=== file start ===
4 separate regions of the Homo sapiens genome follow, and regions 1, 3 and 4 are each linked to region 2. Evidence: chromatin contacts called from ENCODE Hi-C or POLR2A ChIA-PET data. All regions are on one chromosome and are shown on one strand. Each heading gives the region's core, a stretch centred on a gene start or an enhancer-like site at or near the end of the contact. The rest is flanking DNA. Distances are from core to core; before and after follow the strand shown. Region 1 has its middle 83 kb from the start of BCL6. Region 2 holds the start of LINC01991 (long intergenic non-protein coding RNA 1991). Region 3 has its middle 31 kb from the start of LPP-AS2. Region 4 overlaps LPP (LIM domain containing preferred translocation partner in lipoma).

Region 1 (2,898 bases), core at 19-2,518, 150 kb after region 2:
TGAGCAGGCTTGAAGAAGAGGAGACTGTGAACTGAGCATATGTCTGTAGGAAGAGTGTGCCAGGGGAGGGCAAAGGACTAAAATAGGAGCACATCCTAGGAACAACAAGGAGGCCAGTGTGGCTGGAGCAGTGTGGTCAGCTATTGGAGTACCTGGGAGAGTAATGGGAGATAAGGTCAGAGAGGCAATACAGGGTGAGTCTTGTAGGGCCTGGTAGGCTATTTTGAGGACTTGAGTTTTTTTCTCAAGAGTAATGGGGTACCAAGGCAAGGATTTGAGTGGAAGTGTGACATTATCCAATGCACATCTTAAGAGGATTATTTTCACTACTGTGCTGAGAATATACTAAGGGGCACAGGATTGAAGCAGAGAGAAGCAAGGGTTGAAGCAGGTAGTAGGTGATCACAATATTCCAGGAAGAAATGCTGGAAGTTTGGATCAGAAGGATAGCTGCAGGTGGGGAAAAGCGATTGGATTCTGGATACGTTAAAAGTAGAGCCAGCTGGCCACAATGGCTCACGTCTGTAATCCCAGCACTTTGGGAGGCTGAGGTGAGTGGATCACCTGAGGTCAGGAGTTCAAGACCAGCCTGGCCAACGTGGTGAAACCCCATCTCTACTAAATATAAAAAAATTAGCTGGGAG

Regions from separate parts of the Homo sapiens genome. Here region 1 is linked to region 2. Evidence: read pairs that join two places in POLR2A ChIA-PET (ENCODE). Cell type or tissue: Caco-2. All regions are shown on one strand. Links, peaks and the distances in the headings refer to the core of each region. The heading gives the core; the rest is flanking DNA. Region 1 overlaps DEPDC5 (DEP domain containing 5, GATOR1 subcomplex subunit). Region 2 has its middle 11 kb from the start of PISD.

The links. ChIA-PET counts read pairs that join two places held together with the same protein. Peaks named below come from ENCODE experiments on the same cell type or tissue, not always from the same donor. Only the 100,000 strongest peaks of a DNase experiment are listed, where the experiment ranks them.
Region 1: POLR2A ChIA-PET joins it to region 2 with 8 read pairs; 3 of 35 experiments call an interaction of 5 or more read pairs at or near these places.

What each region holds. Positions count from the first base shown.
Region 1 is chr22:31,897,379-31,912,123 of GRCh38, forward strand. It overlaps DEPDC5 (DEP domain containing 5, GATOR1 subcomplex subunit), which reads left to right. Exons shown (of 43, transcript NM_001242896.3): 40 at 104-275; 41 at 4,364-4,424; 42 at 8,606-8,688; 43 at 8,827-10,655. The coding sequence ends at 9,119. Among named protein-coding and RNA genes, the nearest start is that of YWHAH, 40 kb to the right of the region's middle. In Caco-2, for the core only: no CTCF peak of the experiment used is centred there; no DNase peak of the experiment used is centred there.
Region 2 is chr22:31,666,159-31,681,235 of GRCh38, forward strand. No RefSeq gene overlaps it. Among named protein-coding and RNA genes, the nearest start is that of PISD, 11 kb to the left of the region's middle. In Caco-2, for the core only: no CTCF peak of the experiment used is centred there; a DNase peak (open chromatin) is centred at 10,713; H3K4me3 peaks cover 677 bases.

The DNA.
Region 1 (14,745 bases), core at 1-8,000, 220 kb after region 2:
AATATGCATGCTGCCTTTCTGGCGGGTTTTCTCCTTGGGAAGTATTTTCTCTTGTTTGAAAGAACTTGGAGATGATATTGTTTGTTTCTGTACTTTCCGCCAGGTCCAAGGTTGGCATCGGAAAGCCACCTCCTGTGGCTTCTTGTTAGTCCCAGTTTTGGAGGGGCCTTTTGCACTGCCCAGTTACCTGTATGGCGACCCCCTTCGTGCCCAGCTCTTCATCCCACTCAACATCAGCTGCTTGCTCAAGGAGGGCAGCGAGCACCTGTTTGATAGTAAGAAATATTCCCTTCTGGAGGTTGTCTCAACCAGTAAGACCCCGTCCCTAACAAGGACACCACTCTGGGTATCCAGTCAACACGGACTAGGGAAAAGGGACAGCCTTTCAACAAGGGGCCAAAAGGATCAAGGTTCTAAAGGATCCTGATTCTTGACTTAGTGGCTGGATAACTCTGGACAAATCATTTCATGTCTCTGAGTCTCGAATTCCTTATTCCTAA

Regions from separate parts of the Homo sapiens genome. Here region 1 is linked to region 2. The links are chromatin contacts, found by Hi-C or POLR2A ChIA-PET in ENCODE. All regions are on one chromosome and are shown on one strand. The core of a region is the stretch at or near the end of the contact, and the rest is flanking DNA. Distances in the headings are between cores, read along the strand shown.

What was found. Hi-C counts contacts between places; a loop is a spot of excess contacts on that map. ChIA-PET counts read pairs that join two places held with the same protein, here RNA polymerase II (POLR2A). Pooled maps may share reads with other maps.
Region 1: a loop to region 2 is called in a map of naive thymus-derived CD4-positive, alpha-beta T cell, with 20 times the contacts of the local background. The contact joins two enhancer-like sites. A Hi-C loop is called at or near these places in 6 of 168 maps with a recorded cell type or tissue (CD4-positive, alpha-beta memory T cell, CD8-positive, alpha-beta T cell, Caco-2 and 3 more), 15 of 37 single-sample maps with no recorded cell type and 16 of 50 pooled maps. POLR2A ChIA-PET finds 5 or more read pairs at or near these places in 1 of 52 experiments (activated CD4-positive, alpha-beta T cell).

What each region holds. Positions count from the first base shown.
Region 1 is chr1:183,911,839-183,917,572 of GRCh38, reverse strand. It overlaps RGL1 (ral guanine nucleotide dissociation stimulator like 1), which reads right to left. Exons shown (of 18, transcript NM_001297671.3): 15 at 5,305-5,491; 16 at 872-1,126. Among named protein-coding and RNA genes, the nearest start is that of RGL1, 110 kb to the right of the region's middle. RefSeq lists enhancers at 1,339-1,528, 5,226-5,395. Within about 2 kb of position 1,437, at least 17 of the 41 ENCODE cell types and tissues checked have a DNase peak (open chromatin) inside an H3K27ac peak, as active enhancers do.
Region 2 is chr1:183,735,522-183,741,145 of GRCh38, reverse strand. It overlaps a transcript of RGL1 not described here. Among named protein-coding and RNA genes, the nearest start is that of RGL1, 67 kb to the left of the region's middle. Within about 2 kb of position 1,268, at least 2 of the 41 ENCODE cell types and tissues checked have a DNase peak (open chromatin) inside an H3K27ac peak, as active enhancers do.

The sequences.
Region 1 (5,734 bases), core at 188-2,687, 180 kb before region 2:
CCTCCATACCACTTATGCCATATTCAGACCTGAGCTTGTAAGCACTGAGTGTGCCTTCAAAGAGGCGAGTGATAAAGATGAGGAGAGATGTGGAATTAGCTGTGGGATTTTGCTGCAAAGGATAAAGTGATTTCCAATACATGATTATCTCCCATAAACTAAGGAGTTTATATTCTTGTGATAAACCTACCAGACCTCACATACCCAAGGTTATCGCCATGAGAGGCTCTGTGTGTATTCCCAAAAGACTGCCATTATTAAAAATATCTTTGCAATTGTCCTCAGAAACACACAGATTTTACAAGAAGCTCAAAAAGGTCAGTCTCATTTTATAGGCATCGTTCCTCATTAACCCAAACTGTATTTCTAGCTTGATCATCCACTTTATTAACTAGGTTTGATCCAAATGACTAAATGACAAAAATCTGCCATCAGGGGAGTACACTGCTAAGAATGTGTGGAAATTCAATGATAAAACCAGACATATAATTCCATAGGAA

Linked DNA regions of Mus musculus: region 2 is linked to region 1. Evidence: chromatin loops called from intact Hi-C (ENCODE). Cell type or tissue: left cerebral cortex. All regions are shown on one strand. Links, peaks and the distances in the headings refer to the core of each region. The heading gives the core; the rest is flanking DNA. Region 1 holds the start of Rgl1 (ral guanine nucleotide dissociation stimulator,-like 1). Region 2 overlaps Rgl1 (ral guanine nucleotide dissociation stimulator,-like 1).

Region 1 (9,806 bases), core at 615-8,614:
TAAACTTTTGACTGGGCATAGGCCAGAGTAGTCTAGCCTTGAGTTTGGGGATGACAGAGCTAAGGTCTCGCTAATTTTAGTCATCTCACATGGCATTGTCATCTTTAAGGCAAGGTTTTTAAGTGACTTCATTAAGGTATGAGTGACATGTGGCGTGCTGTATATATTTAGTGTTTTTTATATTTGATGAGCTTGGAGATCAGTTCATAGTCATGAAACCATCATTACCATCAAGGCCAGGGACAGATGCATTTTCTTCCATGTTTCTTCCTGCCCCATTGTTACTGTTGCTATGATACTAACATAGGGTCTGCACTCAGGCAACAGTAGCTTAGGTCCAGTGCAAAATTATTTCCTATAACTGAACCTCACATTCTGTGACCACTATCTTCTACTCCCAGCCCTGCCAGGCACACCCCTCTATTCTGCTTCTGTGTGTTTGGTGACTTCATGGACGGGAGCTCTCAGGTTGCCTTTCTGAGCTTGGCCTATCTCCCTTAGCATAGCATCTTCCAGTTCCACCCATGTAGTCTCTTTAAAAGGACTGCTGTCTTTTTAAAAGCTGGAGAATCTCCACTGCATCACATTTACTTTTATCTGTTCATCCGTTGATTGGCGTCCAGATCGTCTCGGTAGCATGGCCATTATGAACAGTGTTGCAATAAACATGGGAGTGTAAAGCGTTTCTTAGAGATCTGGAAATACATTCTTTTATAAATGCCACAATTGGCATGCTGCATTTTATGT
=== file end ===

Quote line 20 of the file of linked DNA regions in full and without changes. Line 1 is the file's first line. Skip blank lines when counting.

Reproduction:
Region 1 (5,734 bases), core at 188-2,687, 180 kb before region 2: